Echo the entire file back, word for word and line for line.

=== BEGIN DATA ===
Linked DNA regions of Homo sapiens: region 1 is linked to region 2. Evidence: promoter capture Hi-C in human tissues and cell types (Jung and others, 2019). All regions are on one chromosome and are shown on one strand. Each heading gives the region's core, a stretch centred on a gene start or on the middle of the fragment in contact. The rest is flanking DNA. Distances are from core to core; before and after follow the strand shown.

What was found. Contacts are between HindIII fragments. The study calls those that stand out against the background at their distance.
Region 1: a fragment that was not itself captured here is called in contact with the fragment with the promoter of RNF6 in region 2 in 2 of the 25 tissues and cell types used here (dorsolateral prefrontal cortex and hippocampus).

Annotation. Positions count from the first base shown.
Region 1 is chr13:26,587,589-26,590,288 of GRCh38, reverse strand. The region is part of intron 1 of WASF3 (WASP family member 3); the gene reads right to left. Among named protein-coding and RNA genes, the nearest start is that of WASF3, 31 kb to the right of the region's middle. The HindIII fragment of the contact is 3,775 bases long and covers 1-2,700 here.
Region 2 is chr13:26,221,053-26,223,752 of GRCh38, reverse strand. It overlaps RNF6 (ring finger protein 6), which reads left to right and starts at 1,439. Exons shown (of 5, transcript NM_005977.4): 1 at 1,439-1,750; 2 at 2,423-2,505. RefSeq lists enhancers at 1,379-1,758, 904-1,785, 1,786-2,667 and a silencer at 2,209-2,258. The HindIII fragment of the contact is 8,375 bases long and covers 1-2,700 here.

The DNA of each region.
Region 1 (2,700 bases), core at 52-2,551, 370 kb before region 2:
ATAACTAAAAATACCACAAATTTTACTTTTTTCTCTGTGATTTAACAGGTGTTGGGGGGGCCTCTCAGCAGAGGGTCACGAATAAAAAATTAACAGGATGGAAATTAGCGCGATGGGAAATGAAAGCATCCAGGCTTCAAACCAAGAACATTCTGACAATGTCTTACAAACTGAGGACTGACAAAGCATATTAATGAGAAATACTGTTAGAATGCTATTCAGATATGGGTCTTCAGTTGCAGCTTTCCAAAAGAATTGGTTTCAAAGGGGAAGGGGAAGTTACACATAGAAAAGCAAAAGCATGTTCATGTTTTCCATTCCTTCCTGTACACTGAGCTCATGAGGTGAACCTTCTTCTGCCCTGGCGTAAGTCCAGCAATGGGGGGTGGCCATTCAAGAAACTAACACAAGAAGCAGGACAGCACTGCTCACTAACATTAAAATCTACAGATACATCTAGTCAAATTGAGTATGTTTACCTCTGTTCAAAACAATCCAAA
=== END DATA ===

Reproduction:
Linked DNA regions of Homo sapiens: region 1 is linked to region 2. Evidence: promoter capture Hi-C in human tissues and cell types (Jung and others, 2019). All regions are on one chromosome and are shown on one strand. Each heading gives the region's core, a stretch centred on a gene start or on the middle of the fragment in contact. The rest is flanking DNA. Distances are from core to core; before and after follow the strand shown.

What was found. Contacts are between HindIII fragments. The study calls those that stand out against the background at their distance.
Region 1: a fragment that was not itself captured here is called in contact with the fragment with the promoter of RNF6 in region 2 in 2 of the 25 tissues and cell types used here (dorsolateral prefrontal cortex and hippocampus).

Annotation. Positions count from the first base shown.
Region 1 is chr13:26,587,589-26,590,288 of GRCh38, reverse strand. The region is part of intron 1 of WASF3 (WASP family member 3); the gene reads right to left. Among named protein-coding and RNA genes, the nearest start is that of WASF3, 31 kb to the right of the region's middle. The HindIII fragment of the contact is 3,775 bases long and covers 1-2,700 here.
Region 2 is chr13:26,221,053-26,223,752 of GRCh38, reverse strand. It overlaps RNF6 (ring finger protein 6), which reads left to right and starts at 1,439. Exons shown (of 5, transcript NM_005977.4): 1 at 1,439-1,750; 2 at 2,423-2,505. RefSeq lists enhancers at 1,379-1,758, 904-1,785, 1,786-2,667 and a silencer at 2,209-2,258. The HindIII fragment of the contact is 8,375 bases long and covers 1-2,700 here.

The DNA of each region.
Region 1 (2,700 bases), core at 52-2,551, 370 kb before region 2:
ATAACTAAAAATACCACAAATTTTACTTTTTTCTCTGTGATTTAACAGGTGTTGGGGGGGCCTCTCAGCAGAGGGTCACGAATAAAAAATTAACAGGATGGAAATTAGCGCGATGGGAAATGAAAGCATCCAGGCTTCAAACCAAGAACATTCTGACAATGTCTTACAAACTGAGGACTGACAAAGCATATTAATGAGAAATACTGTTAGAATGCTATTCAGATATGGGTCTTCAGTTGCAGCTTTCCAAAAGAATTGGTTTCAAAGGGGAAGGGGAAGTTACACATAGAAAAGCAAAAGCATGTTCATGTTTTCCATTCCTTCCTGTACACTGAGCTCATGAGGTGAACCTTCTTCTGCCCTGGCGTAAGTCCAGCAATGGGGGGTGGCCATTCAAGAAACTAACACAAGAAGCAGGACAGCACTGCTCACTAACATTAAAATCTACAGATACATCTAGTCAAATTGAGTATGTTTACCTCTGTTCAAAACAATCCAAA